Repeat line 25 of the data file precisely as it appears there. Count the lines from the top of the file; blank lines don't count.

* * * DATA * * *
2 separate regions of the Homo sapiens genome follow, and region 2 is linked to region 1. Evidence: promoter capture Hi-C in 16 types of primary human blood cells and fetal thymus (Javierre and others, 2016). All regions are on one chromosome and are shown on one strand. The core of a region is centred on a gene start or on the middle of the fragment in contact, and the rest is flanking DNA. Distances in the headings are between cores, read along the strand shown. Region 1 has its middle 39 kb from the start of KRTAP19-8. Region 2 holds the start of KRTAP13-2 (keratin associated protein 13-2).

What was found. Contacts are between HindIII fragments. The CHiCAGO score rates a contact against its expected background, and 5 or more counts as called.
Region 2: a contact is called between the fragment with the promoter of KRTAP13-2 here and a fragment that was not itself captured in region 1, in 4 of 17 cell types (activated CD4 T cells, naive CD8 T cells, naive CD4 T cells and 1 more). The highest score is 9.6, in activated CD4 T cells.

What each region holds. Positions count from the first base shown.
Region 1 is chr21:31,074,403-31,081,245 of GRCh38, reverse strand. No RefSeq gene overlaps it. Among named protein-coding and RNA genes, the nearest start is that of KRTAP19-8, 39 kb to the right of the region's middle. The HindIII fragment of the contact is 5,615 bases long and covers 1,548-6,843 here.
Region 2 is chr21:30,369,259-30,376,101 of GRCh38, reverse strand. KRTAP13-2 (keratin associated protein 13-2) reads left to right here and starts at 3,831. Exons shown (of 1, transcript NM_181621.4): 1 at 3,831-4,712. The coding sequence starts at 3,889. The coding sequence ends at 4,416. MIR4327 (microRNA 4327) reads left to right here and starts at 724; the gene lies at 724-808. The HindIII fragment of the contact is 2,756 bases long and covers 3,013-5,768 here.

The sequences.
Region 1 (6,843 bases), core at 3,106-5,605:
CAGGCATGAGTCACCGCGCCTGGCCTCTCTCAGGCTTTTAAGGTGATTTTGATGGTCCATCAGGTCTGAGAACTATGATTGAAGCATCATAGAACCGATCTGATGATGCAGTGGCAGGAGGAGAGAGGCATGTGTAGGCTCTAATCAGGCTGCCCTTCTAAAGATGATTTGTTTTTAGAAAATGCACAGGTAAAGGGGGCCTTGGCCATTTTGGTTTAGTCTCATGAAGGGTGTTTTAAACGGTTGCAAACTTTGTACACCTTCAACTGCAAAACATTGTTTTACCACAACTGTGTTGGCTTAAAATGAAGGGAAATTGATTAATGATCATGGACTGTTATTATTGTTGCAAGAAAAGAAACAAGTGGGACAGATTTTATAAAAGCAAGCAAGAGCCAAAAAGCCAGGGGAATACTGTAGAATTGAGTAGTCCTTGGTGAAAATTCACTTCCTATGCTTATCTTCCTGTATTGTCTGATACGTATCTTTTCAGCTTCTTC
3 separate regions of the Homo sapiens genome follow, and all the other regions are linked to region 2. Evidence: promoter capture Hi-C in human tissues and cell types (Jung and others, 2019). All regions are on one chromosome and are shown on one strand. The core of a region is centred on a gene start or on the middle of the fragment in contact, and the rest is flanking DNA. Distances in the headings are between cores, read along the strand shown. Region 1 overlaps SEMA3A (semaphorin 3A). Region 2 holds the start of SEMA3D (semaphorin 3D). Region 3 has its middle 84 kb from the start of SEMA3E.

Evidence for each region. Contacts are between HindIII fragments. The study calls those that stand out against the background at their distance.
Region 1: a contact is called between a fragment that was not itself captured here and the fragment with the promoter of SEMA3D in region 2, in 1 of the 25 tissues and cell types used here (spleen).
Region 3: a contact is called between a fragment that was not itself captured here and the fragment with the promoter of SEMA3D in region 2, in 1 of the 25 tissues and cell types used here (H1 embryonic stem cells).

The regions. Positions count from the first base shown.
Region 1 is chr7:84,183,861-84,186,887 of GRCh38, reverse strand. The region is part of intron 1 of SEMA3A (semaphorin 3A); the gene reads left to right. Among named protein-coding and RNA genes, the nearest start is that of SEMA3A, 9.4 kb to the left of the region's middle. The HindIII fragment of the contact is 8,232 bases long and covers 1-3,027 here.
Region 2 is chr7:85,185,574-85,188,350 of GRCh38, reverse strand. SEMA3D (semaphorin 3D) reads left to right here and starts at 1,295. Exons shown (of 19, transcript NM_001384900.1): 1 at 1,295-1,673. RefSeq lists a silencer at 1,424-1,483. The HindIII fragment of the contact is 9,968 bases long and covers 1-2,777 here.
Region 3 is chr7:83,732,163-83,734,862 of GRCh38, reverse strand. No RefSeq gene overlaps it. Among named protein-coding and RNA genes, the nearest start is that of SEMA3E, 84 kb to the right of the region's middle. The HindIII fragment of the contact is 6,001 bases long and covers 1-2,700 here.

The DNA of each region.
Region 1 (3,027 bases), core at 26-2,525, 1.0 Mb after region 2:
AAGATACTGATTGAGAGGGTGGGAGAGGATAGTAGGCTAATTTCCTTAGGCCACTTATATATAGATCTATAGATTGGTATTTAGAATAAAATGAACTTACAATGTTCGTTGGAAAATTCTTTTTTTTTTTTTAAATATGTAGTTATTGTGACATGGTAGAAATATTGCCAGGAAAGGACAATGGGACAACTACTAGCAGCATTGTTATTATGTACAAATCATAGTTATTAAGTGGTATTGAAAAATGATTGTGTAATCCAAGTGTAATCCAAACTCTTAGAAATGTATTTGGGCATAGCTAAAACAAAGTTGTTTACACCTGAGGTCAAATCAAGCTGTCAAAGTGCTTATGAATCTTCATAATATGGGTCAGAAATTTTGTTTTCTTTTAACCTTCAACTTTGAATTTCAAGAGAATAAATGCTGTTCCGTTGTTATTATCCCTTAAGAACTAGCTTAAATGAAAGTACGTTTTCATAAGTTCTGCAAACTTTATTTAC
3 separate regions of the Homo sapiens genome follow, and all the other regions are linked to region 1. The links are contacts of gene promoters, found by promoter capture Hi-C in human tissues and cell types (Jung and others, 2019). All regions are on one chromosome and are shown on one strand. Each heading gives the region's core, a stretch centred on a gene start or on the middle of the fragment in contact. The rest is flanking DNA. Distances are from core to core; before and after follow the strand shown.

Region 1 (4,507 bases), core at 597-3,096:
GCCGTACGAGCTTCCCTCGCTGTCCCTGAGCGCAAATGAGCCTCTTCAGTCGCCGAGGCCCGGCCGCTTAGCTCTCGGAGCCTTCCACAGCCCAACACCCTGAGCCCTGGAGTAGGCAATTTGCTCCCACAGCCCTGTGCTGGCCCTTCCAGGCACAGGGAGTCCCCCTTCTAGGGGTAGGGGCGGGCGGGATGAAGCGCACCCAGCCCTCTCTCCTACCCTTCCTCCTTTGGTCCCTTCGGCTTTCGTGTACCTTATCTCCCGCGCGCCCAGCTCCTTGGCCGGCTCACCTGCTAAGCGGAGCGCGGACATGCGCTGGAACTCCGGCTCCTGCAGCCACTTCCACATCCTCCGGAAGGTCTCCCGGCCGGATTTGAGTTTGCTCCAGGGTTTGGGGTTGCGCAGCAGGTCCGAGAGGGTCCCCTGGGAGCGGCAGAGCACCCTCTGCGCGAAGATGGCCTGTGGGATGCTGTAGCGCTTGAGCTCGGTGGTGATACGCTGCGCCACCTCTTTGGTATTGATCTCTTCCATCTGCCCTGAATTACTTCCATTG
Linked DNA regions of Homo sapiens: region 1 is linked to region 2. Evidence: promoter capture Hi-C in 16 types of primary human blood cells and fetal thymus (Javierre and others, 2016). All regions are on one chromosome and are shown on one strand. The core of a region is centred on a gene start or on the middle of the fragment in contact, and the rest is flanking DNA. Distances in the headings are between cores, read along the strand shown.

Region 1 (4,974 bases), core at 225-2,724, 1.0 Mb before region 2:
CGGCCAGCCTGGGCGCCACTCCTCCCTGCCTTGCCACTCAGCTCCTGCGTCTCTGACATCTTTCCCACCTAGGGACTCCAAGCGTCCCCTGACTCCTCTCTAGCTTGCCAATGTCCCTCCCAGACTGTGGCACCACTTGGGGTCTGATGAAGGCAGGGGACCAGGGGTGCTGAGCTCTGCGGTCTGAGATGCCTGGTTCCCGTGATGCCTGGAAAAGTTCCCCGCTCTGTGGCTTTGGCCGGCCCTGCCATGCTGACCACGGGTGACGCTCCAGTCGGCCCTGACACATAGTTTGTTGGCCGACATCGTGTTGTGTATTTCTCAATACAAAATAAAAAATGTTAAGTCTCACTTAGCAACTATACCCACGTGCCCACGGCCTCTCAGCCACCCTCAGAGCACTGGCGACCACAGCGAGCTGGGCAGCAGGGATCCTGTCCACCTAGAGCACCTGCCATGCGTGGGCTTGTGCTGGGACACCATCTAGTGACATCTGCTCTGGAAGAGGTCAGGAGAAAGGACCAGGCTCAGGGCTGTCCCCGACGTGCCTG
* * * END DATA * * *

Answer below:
Region 1 (4,974 bases), core at 225-2,724, 1.0 Mb before region 2: